It's a rolling memorial that can sleep at least one person and carry enough gear for a multi-day river trip. "We've had as many as four canoes up there," Britt explains, pointing at the rooftop rack.
Often times, Britt leaves at least one canoe on the truck's rack-just in case the creeks rise or work ends early.
"You've got four hours of daylight after work," he says. And if he runs out of daylight, the truck can accommodate. Under the camper top in the bed, Anderson built a custom sleeping cot that has given both he and now Britt plenty of restful nights.
"I just leave my sleeping gear in there, so I'm ready to go," Britt says.
Location: Red Bank
Vehicle: 1995 Ford Explorer 4x4
Mileage: 146,000 miles
"My climbing pack is in there just in case we want to go climbing right after work."
Early on, signs indicated there might be a special connection between Kyle McPheeters and his Ford Explorer. According to the SUV's VIN code, they were born on the same date-McPheeters in 1985 and the truck in 1995.
Now, 18 years after his parents bought it, the hand-me-down SUV has been with McPheeters as he learned to drive, went off to college, moved to Chattanooga and now faithfully carries him and his climbing buddies to crags around North Georgia and East Tennessee. "More of my life than not, it's been around," he says. "It's been around for 18 years."
When it was still a family vehicle, the Explorer carried the McPheeters clan from their home in Metro Atlanta to Connecticut, Michigan and around the Southeast. Once McPheeters took the then eight-year-old Explorer to college, he started making a few modifications to the truck, which is one of the most common vehicles in the United States. Between then and now he's made dozens of changes to the Ford, including 6 inches of lift, extra lighting in the grill and re-gearing the axles. "There's so many (Explorers) that looked just like it, I had to do something to make it look like mine and not my mom's car," he says.
That time spent tinkering is part of what he says strengthened the bond between he and his ride. "You spend so much of your life in your car and so much time and effort has been spent on it, that I think you have that connection," McPheeters explains. "I'll keep it forever. I just fix it as stuff wears out."
But the most important accessory is usually in the trunk, whether a mountain bike or climbing gear. "My climbing pack is in there just in case we want to go climbing right after work," he says.
Location: Signal Mountain
Vehicle: Custom teardrop camping trailer
Mileage: 0 miles
"It's no frills camping. It's one step above a tent."
Rather than opt for a 40-foot whale of an RV to do his camping, Jeff Williams decided on a much smaller model, with some family significance. The Signal Mountain resident is in the final stages of building his custom-made teardrop camper, modeled after the two his grandfather hand built 60 years ago.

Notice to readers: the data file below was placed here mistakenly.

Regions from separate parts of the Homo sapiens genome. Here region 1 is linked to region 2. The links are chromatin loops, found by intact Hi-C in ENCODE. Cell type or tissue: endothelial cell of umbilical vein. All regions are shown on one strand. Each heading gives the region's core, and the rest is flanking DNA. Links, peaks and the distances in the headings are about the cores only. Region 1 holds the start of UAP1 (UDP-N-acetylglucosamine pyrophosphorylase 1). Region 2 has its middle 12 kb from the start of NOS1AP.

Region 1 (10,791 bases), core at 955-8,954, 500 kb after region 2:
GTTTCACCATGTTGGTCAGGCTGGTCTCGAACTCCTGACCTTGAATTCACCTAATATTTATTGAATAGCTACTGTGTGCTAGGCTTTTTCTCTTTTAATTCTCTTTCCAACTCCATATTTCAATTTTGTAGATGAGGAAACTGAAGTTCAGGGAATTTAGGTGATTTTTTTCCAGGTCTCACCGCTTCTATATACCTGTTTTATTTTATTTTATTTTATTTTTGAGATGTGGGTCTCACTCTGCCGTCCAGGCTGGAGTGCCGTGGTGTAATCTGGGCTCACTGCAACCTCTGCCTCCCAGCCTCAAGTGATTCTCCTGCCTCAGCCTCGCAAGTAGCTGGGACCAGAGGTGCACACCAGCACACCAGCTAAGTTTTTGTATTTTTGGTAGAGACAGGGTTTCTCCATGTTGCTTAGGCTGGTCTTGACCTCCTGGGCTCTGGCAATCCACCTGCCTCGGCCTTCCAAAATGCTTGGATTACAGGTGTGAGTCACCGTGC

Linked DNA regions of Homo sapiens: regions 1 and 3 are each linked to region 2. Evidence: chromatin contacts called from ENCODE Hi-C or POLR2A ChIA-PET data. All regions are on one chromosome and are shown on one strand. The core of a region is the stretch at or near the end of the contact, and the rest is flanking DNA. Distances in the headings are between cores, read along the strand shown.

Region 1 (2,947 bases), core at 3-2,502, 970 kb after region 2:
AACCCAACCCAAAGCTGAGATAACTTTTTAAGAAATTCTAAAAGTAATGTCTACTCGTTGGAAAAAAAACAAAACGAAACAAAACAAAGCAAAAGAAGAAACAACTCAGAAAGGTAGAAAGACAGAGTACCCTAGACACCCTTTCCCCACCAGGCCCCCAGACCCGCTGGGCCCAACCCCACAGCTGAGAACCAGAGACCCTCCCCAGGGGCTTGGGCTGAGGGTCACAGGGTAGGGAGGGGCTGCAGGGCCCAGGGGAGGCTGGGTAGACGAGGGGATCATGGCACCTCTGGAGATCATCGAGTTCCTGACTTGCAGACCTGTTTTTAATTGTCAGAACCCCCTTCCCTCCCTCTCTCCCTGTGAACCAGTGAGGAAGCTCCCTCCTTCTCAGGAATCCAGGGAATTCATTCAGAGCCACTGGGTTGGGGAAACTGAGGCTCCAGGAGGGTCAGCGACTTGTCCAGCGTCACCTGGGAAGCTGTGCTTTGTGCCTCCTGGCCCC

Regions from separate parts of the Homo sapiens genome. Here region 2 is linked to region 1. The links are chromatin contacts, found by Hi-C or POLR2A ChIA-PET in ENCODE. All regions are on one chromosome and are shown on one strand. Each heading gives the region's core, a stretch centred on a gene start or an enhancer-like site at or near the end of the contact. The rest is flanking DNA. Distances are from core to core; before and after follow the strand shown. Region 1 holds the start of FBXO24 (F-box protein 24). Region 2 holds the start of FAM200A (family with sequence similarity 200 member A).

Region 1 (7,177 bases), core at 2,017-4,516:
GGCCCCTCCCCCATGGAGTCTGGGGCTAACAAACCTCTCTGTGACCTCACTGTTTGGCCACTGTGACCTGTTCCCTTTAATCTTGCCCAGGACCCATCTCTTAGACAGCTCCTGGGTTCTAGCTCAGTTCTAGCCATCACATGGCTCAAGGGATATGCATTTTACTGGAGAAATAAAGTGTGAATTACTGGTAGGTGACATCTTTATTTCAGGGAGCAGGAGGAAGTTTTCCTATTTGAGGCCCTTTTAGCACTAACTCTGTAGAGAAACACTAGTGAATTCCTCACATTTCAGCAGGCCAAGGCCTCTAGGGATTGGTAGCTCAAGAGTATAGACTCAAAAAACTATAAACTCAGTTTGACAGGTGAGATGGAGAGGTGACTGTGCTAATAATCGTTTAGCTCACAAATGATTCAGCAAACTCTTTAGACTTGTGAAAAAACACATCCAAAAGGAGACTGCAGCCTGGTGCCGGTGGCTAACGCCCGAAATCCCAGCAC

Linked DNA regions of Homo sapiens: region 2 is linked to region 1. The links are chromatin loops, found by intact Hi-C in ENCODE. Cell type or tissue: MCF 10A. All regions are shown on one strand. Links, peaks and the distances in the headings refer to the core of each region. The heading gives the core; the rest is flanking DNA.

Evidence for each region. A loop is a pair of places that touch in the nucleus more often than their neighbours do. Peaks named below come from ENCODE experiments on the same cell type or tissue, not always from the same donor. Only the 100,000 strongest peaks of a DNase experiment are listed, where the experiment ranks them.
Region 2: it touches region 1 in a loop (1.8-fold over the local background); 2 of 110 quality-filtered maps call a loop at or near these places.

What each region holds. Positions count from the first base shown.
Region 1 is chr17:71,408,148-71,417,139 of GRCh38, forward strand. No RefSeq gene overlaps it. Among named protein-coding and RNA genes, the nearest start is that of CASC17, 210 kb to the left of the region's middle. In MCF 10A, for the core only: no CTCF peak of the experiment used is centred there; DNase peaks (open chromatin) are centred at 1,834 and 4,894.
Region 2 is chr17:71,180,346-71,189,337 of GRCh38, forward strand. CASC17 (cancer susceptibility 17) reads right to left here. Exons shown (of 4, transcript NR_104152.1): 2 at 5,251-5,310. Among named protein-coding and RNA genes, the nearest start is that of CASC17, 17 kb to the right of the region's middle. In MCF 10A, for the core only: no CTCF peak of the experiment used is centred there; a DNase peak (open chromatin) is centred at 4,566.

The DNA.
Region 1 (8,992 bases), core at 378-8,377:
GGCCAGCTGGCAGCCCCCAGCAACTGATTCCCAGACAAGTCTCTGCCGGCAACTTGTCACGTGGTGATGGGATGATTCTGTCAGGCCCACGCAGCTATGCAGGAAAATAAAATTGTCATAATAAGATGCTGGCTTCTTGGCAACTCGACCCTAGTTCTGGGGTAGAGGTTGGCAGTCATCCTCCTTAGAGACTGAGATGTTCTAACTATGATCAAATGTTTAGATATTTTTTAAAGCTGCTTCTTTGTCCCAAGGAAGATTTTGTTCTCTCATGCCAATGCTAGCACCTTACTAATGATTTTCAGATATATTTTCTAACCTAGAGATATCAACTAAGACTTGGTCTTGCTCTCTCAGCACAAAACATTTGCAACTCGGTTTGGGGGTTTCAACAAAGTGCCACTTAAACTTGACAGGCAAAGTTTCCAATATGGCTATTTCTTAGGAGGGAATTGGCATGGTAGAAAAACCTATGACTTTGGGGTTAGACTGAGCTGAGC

"I thought about restoring his camper," Williams says. "I just decided I will build my own. His camper was completely built with nails and wood." Williams' retro styled trailer is less than 10 feet long and weighs less than 1,000 pounds which is exactly the way Williams wants it. "Part of the appeal of the teardrop trailer is people say they are cute," he says. "As you get bigger, you lose some of that."
Due to the camper's size, there is little room for creature comforts. It's primarily a bed, with a little foldout kitchen area. "It's no frills camping," he says. "It's one step above a tent."
The top speed for the trailer is about 30 to 45 miles per hour, because that was about the top speed for cars in the pre-interstate days when teardrops were first in vogue. But speed won't be an issue for a while because he doesn't have any long-distance trips planned. The only trip on the horizon will be just 90 minutes away to a campground at Weiss Lake in Alabama. "Something that's homemade like this I think I need to test it out locally first," he says.
In addition to appreciating his grandfather's handy work, the project taught Williams a lot about craftsmanship, materials and planning. "I'll know more for the next one and I do want to build a next one," he explains.
Location: Sand Mountain, Alabama
Vehicle : 1967 VW custom "Bedbug" camp trailer
"It will pull as far as you want to pull it. Anytime you need a dry place to sleep, just drag it along with you."
Nobody wants a bed bug. That is, except for Kevin Smith.
"It's definitely unique, that's why I had to have it," the Sand Mountain resident says of his new camp trailer. Smith recently bought a converted VW Beetle from Ringgold resident William Ellis who had rescued the car from a junkyard and turned it into a camper. It was Ellis who nicknamed the trailer the "Bedbug."
"It was sad to sell, but it was good to sell it to someone who will appreciate it," Ellis says. The camper kept Ellis warm and dry. Smith has plans to take the Bedbug to some of the same sites on camping trips to Chester Frost, Tellico Plains and Sloppy Floyd State Ps, especially on fly fishing trips. "It's ideal for going up to Tellico Plains and fishing for trout," he says. "It will pull as far as you want to pull it. Anytime you need a dry place to sleep, just drag it along with you."
But Ellis has warned Smith that the trailer attracts plenty of attention. "Everywhere I go, no matter if I pull up to a grocery store or a restaurant or a campsite, I usually had four or five people looking at it and taking pictures," Ellis recalls.
Most of the inquisitors ask about the interior space, which Ellis says can fit anyone up to six-feet, five-inches tall. "If you take the seats out and everything, there's a lot of room in a Beetle," Ellis says.
The space, air conditioner and custom memory foam mattress will be plenty of creature comforts for Smith, who is five-nine.
"I've got plenty of room," he says.